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Survey: How the Pandemic Impacts Family Finances

Key Takeaways

  • 62% of parents said they have more out-of-pocket costs while their kids are learning at home
  • Nearly half of respondents reported that they’d have to seek new or additional income sources if there was another lockdown
  • 44% of survey respondents said they would have to cut back on their savings in the case of another lockdown

It’s been one year since COVID-19 was declared a pandemic.

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Some Americans have been socially distancing since the beginning, while other areas reopened throughout the year, allowing people to return to some semblance of normalcy.

Although the vaccine rollout gives us light at the end of the tunnel, lockdowns continue in many places with worrying financial effects.

Personal Capital and Empower Retirement sponsored a recent poll conducted by The Harris Poll to find out how people are responding to current events. In this article, we’re sharing some of the top concerns Americans have during the pandemic.

Education Expenses

Education is a top worry for many American families. Roughly half of the parents in our survey reported that their children were still in fully remote learning, and another 35% reported a mix of remote and in-person learning. Unfortunately, these precautions are coming at a cost to parents.

62% of parents in our survey said they have more out-of-pocket costs while their kids are learning at home. These expenses include equipment necessary for at-home learning, including computers or iPads, desks, and art supplies. Some families are also paying for their school-aged children to do their remote learning at a daycare since the parents are working during the day.

It’s not just the financials of it that parents are worried about, either. 70% of parents are concerned about their child’s development, and 61% don’t know how they’ll cope if kids don’t go back to school.

Read More: How to Take Control of the Household Budget

Unemployment and Market Crashes

One of the most significant impacts of the lockdowns has been the rising unemployment numbers. When the first lockdowns went into effect in early 2020, there were 36 million unemployment claims in just the first few months. Certain industries were hit harder than others, with food service, hospitality, and entertainment jobs being severely cut and almost entirely eliminated in some places.

Nearly half of respondents in our survey reported that they’d have to seek new or additional income sources if there was another lockdown. Gen Z respondents were most likely to say this, while Boomers were least likely. Hispanic and Black respondents were much more likely than Asian or white individuals to report that they would need to find new income.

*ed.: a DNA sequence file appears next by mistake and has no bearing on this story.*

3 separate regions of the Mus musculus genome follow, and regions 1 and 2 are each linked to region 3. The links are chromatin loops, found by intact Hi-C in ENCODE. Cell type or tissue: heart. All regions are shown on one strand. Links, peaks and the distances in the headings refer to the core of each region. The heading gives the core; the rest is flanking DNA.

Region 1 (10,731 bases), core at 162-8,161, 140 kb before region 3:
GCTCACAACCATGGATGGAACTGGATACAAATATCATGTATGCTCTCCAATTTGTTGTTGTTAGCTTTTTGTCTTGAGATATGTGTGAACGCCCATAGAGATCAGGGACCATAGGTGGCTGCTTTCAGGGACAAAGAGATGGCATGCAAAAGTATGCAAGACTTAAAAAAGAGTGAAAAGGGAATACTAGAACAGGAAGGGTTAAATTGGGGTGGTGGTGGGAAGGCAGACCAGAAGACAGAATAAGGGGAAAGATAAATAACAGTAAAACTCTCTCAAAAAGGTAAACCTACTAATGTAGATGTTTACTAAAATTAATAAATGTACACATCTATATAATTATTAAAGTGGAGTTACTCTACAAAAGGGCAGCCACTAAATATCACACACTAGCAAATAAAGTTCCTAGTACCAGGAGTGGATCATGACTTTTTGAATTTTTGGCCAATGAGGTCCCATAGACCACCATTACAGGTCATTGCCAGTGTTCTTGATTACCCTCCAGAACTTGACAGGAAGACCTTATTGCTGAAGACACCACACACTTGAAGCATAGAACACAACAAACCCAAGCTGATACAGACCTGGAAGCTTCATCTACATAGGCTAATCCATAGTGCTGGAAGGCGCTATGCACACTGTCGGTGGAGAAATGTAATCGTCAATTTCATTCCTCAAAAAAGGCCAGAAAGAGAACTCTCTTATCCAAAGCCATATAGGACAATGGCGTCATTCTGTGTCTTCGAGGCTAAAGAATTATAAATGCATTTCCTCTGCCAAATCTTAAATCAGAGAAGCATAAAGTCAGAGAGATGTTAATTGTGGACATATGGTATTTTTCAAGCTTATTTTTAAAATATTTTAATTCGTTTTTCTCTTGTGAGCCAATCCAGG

It’s not just a loss of job income that people are afraid of. 44% also reported they worry about losing money in their investments if the market drops again. While market trends were largely positive throughout 2020, there was an initial crash when the lockdowns began. The Dow lost 37% of its value by late March before it began to pick up again in April.

Decreased Savings and Increased Debt

Another concern that many Americans have is whether they’ll be able to put money toward their debt and savings.

First, about 44% of survey respondents said that in another lockdown, they would have to cut back on their savings. Unfortunately, it’s not just new savings that’s affected. The New York Times reported that since the start of the pandemic, more than 2.1 million Americans have pulled money from their existing retirement savings.

Americans are also concerned about going into more debt in the event of another lockdown. 41% of survey respondents reported being worried they’d have to accumulate more debt. In particular, Millennials felt they’d go into more debt — 55% compared to 44% of Gen Z, 46% of Gen X, and 31% of Boomers.

These fears aren’t unfounded. A recent survey found that about half of people accrued more debt during the pandemic, and roughly half of those individuals say it was a direct result of the pandemic.

The Bottom Line

Between increased education costs and loss of income, people are worried about what comes next.

So what can people do? Our survey found that Americans are largely going back to the basics. They’re working on reducing their spending and increasing their savings to stay prepared for the long term.

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Personal Capital compensates Erin Gobler for providing the content contained in this blog post. The content contained in this blog post is intended for general informational purposes only and is not meant to constitute legal, tax, accounting or investment advice. You should consult a qualified legal or tax professional regarding your specific situation. Keep in mind that investing involves risk. The value of your investment will fluctuate over time and you may gain or lose money. Any reference to the advisory services refers to Personal Capital Advisors Corporation, a subsidiary of Personal Capital. Personal Capital Advisors Corporation is an investment adviser registered with the Securities and Exchange Commission (SEC). Registration does not imply a certain level of skill or training nor does it imply endorsement by the SEC.

Erin Gobler is a money coach who helps people pay off debt and reach their big financial goals without giving up spending on the things they love.
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